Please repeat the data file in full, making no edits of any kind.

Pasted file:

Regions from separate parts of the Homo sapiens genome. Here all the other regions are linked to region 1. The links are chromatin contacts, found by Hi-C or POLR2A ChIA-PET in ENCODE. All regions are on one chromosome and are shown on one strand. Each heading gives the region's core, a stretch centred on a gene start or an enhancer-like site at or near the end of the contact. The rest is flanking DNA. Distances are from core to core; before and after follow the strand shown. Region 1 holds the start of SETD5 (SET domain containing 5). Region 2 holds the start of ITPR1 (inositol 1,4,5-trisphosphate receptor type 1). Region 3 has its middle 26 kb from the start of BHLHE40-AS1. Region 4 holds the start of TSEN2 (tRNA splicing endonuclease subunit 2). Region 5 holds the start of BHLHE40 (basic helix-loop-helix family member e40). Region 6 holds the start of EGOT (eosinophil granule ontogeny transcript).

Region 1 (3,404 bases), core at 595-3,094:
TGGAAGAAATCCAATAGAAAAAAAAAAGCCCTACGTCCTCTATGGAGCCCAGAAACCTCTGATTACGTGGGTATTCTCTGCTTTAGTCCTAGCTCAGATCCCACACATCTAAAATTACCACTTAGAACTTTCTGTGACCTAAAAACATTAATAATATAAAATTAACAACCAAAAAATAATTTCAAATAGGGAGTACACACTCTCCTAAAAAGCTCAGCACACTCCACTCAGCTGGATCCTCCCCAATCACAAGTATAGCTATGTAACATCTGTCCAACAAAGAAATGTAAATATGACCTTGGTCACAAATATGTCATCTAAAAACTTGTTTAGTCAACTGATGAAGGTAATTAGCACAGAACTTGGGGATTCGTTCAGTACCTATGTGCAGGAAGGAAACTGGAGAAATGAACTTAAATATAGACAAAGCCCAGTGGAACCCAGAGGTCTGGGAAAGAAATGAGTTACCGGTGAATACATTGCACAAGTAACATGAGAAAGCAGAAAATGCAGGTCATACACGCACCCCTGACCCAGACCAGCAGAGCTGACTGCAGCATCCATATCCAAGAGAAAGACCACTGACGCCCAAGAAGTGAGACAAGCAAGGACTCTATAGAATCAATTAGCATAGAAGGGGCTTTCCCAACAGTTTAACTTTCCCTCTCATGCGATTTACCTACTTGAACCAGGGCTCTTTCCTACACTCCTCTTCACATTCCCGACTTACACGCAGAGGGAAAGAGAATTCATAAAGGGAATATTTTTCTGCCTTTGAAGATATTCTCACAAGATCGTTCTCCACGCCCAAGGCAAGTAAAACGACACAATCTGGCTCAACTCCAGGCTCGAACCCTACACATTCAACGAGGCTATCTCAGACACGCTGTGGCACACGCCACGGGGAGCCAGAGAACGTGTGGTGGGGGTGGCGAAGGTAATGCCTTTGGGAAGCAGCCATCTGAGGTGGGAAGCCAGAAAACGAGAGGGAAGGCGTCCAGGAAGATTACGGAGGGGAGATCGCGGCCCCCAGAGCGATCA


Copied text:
Regions from separate parts of the Homo sapiens genome. Here all the other regions are linked to region 1. The links are chromatin contacts, found by Hi-C or POLR2A ChIA-PET in ENCODE. All regions are on one chromosome and are shown on one strand. Each heading gives the region's core, a stretch centred on a gene start or an enhancer-like site at or near the end of the contact. The rest is flanking DNA. Distances are from core to core; before and after follow the strand shown. Region 1 holds the start of SETD5 (SET domain containing 5). Region 2 holds the start of ITPR1 (inositol 1,4,5-trisphosphate receptor type 1). Region 3 has its middle 26 kb from the start of BHLHE40-AS1. Region 4 holds the start of TSEN2 (tRNA splicing endonuclease subunit 2). Region 5 holds the start of BHLHE40 (basic helix-loop-helix family member e40). Region 6 holds the start of EGOT (eosinophil granule ontogeny transcript).

Region 1 (3,404 bases), core at 595-3,094:
TGGAAGAAATCCAATAGAAAAAAAAAAGCCCTACGTCCTCTATGGAGCCCAGAAACCTCTGATTACGTGGGTATTCTCTGCTTTAGTCCTAGCTCAGATCCCACACATCTAAAATTACCACTTAGAACTTTCTGTGACCTAAAAACATTAATAATATAAAATTAACAACCAAAAAATAATTTCAAATAGGGAGTACACACTCTCCTAAAAAGCTCAGCACACTCCACTCAGCTGGATCCTCCCCAATCACAAGTATAGCTATGTAACATCTGTCCAACAAAGAAATGTAAATATGACCTTGGTCACAAATATGTCATCTAAAAACTTGTTTAGTCAACTGATGAAGGTAATTAGCACAGAACTTGGGGATTCGTTCAGTACCTATGTGCAGGAAGGAAACTGGAGAAATGAACTTAAATATAGACAAAGCCCAGTGGAACCCAGAGGTCTGGGAAAGAAATGAGTTACCGGTGAATACATTGCACAAGTAACATGAGAAAGCAGAAAATGCAGGTCATACACGCACCCCTGACCCAGACCAGCAGAGCTGACTGCAGCATCCATATCCAAGAGAAAGACCACTGACGCCCAAGAAGTGAGACAAGCAAGGACTCTATAGAATCAATTAGCATAGAAGGGGCTTTCCCAACAGTTTAACTTTCCCTCTCATGCGATTTACCTACTTGAACCAGGGCTCTTTCCTACACTCCTCTTCACATTCCCGACTTACACGCAGAGGGAAAGAGAATTCATAAAGGGAATATTTTTCTGCCTTTGAAGATATTCTCACAAGATCGTTCTCCACGCCCAAGGCAAGTAAAACGACACAATCTGGCTCAACTCCAGGCTCGAACCCTACACATTCAACGAGGCTATCTCAGACACGCTGTGGCACACGCCACGGGGAGCCAGAGAACGTGTGGTGGGGGTGGCGAAGGTAATGCCTTTGGGAAGCAGCCATCTGAGGTGGGAAGCCAGAAAACGAGAGGGAAGGCGTCCAGGAAGATTACGGAGGGGAGATCGCGGCCCCCAGAGCGATCA